Sunday, July 11, 2010

World Cup Effects

Today is the final.  I happen to support Spain although I will be watching the game surrounded by the Dutch or their descendants in South Africa's Free State just across the border.  Everything where I live is decked out in orange.  If Spain wins - and their ball control performance has been nothing short of astounding - I'll have to run for it.  But I won't be able to run far because, among other things, the approval process for reports on my project go through a Dutch run implementation unit.

Nevertheless, one of the results of this World Cup has been a better view of Africa, and particularly South Africa by the rest of the world.  Yes, crime is awful in South Africa although concentrated in its major cities.  But - no one was mugged. No one was murdered. The vast majority of visitors - and the most came from the United States - had a great time and their eyes were opened to a continent whose public image is not great, to put it mildly. 

The media openly wondered whether South Africa would be ready.  Would the new, state of the art stadiums be finished on time?  What about infrastructure and transport?  What about safety?  What about...whatever? Would Soweto descend with knives drawn on spectators and tourists?  Lions in the streets? Nothing happened - except a hugely successful display of welcome, efficiency and hard work. Very few people in the developed world, especially Europe or the US thought South Africa, a relatively young country, could pull this off.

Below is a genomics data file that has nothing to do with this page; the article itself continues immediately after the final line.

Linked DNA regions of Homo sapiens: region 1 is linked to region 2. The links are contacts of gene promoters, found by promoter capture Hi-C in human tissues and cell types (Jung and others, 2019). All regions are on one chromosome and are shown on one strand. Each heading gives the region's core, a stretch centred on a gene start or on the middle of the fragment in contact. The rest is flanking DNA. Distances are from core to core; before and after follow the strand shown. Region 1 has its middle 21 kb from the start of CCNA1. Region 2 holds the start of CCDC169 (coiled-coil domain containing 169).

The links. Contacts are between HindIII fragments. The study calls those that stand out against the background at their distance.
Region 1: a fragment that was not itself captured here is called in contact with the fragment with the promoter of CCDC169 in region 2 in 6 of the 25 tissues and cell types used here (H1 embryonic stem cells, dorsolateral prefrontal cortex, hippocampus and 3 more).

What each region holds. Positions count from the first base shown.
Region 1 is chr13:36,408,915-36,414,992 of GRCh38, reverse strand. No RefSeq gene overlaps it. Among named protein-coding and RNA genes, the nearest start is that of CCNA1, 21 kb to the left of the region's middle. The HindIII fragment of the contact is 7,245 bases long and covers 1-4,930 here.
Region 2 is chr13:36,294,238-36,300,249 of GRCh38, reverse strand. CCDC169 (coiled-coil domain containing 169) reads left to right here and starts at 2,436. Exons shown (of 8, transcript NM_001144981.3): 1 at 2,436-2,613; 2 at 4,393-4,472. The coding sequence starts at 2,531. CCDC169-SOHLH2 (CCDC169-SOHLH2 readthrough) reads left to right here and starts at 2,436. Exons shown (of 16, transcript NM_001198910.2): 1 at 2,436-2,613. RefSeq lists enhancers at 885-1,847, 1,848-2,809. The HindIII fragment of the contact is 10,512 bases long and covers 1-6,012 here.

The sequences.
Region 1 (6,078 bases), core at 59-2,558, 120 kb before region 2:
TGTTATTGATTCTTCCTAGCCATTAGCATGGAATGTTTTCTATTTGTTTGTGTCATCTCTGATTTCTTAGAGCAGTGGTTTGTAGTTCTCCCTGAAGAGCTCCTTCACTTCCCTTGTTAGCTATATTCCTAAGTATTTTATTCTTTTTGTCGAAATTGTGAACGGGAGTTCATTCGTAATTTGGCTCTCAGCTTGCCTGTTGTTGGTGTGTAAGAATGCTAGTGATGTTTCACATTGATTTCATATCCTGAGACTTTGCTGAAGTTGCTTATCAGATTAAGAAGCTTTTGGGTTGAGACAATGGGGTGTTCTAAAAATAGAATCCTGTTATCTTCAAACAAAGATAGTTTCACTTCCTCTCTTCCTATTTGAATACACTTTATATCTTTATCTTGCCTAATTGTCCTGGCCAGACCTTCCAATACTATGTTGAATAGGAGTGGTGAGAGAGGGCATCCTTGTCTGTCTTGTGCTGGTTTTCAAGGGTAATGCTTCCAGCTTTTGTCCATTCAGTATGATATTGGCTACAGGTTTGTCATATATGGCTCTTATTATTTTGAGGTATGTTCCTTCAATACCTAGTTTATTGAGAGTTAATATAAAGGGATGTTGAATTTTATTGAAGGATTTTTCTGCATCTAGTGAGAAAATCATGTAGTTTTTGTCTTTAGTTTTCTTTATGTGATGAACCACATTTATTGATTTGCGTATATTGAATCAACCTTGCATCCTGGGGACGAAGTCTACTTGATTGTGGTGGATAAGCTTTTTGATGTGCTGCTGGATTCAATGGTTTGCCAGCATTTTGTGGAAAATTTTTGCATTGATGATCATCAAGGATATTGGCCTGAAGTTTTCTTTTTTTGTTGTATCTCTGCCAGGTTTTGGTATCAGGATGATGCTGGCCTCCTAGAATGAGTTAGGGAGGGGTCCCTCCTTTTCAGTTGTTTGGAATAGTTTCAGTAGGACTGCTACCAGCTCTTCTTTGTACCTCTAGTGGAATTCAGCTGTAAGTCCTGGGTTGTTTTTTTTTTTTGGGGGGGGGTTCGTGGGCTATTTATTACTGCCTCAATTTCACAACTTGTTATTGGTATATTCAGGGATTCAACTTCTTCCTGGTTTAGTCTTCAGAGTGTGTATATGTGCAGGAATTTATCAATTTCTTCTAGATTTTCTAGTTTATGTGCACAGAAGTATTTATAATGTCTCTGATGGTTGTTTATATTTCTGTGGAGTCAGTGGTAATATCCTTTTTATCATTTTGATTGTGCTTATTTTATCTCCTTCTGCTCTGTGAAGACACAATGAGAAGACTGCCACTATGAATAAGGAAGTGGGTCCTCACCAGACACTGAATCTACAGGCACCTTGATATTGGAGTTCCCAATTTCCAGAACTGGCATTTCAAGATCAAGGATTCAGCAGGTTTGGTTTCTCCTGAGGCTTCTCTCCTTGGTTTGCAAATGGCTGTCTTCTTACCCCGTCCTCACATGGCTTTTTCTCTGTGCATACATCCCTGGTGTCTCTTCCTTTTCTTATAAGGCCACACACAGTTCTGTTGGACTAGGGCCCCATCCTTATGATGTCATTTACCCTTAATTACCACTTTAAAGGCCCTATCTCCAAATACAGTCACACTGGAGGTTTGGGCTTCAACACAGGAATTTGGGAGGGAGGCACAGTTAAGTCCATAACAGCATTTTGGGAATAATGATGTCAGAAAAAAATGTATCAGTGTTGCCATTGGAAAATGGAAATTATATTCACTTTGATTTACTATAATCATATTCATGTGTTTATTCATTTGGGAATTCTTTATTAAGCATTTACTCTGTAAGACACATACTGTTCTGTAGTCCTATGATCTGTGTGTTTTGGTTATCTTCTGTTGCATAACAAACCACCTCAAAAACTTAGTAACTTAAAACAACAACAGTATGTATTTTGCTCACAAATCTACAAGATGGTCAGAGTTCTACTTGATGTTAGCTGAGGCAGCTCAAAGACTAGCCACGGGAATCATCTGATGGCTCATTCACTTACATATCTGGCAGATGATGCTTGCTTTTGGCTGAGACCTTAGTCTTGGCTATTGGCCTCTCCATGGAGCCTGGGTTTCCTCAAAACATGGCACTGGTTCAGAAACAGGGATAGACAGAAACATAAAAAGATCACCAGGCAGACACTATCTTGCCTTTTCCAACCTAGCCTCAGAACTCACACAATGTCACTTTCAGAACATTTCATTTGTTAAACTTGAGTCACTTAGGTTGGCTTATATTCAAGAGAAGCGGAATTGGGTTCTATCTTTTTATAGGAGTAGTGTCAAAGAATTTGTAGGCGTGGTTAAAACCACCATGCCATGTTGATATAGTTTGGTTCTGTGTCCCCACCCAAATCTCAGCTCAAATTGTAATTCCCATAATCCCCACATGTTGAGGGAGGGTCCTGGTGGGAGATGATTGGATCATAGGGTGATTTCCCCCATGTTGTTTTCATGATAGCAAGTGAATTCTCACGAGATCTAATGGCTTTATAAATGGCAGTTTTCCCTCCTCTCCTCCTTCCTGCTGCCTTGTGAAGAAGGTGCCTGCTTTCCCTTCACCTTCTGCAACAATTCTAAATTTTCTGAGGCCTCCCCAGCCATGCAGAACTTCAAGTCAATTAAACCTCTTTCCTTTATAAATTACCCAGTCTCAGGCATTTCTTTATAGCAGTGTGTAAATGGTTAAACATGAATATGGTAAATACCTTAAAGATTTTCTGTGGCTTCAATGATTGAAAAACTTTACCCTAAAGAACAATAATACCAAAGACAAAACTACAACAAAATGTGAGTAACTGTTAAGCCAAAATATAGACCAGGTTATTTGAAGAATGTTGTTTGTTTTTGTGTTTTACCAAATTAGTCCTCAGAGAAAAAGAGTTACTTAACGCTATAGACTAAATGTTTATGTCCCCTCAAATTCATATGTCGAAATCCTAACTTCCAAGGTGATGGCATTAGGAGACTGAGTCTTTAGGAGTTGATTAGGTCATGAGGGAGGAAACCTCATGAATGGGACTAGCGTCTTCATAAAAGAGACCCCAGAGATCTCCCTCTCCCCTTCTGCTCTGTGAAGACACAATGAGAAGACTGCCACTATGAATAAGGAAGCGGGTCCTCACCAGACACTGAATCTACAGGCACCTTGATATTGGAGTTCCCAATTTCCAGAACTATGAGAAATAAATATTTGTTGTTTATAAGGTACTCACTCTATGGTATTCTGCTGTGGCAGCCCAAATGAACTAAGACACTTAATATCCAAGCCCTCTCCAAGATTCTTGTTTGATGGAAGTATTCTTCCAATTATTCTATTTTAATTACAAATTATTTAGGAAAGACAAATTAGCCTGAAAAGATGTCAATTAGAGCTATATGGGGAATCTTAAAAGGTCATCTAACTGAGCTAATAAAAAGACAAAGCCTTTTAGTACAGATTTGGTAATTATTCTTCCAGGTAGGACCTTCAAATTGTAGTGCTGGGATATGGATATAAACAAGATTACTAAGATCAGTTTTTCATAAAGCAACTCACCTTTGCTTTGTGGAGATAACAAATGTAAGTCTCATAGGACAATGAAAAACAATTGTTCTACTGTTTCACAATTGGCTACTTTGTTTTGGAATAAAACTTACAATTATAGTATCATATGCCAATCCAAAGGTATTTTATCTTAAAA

But then, take a look at Greece. A history of 2,000 years. The construction of the main stadium for the Olympic games was late.  Infrastructure construction and transport were insufficient. They were lucky to pull it off.

It would be nice to think that the roads, stadiums, housing, buses and police services do not need this type of event to be built.  South Africa is a rich country.  Yes, Soweto is still there and should not be given the governments wealth.  South Africa is the economic elephant in the room south of the equator and should be building its infrastructure, erecting schools, eliminating the Soweto's and corruption.  All without the need for a World Cup. 

To be fair, the same can be said of England.  Infrastructure improvements and development in London only started because of the upcoming Olympics.  That should not be the case anywhere.  Governments have the money to do these things - now. 

An Olympics or World Cup should not be the catalyst for improving the lives of people. 

Some other good things happened during this one month celebration.  Germans loudly and enthusiastically supported a great national team composed of largely non-Germans, including players from Africa and Turkey. The US discovered the game by watching and attending in person games played by its strong, it-ain't-over-till-it's-over team which impressed the commentators from Germany, England and South Africa.  FIFA, due to some truly outrageously bad calls (England's denied goal in particularly against Germany) is now discovering "technology" and "electronics" - previously rejected on some vague grounds.

The games were, however, Africa's moment.  Congratulations on a job very well done indeed.

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